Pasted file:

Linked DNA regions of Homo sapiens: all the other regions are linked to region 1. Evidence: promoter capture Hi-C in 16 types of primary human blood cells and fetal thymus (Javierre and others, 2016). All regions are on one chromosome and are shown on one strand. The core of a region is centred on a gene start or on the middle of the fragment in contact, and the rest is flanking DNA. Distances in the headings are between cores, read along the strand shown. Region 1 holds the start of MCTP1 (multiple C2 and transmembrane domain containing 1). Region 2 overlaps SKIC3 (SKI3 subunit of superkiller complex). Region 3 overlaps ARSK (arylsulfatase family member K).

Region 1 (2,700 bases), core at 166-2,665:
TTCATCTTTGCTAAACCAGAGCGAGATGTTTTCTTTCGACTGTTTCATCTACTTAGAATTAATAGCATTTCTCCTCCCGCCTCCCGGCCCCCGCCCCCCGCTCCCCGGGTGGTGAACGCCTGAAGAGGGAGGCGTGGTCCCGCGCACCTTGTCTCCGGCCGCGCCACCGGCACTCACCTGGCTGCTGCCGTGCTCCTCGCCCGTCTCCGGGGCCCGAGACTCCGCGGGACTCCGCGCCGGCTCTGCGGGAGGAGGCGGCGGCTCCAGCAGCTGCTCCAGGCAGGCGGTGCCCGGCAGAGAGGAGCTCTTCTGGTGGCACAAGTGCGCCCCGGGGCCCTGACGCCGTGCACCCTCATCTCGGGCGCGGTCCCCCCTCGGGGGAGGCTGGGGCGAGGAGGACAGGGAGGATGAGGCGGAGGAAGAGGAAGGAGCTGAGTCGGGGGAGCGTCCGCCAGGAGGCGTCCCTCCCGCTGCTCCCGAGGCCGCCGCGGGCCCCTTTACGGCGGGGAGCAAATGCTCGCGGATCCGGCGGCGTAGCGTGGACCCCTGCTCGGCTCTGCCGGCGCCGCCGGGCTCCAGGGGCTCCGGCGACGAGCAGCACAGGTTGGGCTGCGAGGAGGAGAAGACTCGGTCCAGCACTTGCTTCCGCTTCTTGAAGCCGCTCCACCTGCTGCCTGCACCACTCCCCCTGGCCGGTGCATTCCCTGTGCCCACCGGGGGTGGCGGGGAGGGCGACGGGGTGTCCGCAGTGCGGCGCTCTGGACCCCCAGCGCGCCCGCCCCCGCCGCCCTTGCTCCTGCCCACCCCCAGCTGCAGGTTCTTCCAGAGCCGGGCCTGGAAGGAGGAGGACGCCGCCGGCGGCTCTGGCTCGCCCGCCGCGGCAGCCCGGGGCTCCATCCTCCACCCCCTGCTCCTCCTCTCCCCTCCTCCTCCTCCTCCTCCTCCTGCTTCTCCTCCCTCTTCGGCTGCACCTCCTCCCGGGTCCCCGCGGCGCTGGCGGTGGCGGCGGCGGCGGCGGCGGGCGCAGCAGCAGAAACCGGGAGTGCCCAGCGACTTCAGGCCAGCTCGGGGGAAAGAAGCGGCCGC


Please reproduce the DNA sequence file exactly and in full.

Linked DNA regions of Homo sapiens: all the other regions are linked to region 1. Evidence: promoter capture Hi-C in 16 types of primary human blood cells and fetal thymus (Javierre and others, 2016). All regions are on one chromosome and are shown on one strand. The core of a region is centred on a gene start or on the middle of the fragment in contact, and the rest is flanking DNA. Distances in the headings are between cores, read along the strand shown. Region 1 holds the start of MCTP1 (multiple C2 and transmembrane domain containing 1). Region 2 overlaps SKIC3 (SKI3 subunit of superkiller complex). Region 3 overlaps ARSK (arylsulfatase family member K).

Region 1 (2,700 bases), core at 166-2,665:
TTCATCTTTGCTAAACCAGAGCGAGATGTTTTCTTTCGACTGTTTCATCTACTTAGAATTAATAGCATTTCTCCTCCCGCCTCCCGGCCCCCGCCCCCCGCTCCCCGGGTGGTGAACGCCTGAAGAGGGAGGCGTGGTCCCGCGCACCTTGTCTCCGGCCGCGCCACCGGCACTCACCTGGCTGCTGCCGTGCTCCTCGCCCGTCTCCGGGGCCCGAGACTCCGCGGGACTCCGCGCCGGCTCTGCGGGAGGAGGCGGCGGCTCCAGCAGCTGCTCCAGGCAGGCGGTGCCCGGCAGAGAGGAGCTCTTCTGGTGGCACAAGTGCGCCCCGGGGCCCTGACGCCGTGCACCCTCATCTCGGGCGCGGTCCCCCCTCGGGGGAGGCTGGGGCGAGGAGGACAGGGAGGATGAGGCGGAGGAAGAGGAAGGAGCTGAGTCGGGGGAGCGTCCGCCAGGAGGCGTCCCTCCCGCTGCTCCCGAGGCCGCCGCGGGCCCCTTTACGGCGGGGAGCAAATGCTCGCGGATCCGGCGGCGTAGCGTGGACCCCTGCTCGGCTCTGCCGGCGCCGCCGGGCTCCAGGGGCTCCGGCGACGAGCAGCACAGGTTGGGCTGCGAGGAGGAGAAGACTCGGTCCAGCACTTGCTTCCGCTTCTTGAAGCCGCTCCACCTGCTGCCTGCACCACTCCCCCTGGCCGGTGCATTCCCTGTGCCCACCGGGGGTGGCGGGGAGGGCGACGGGGTGTCCGCAGTGCGGCGCTCTGGACCCCCAGCGCGCCCGCCCCCGCCGCCCTTGCTCCTGCCCACCCCCAGCTGCAGGTTCTTCCAGAGCCGGGCCTGGAAGGAGGAGGACGCCGCCGGCGGCTCTGGCTCGCCCGCCGCGGCAGCCCGGGGCTCCATCCTCCACCCCCTGCTCCTCCTCTCCCCTCCTCCTCCTCCTCCTCCTCCTGCTTCTCCTCCCTCTTCGGCTGCACCTCCTCCCGGGTCCCCGCGGCGCTGGCGGTGGCGGCGGCGGCGGCGGCGGGCGCAGCAGCAGAAACCGGGAGTGCCCAGCGACTTCAGGCCAGCTCGGGGGAAAGAAGCGGCCGC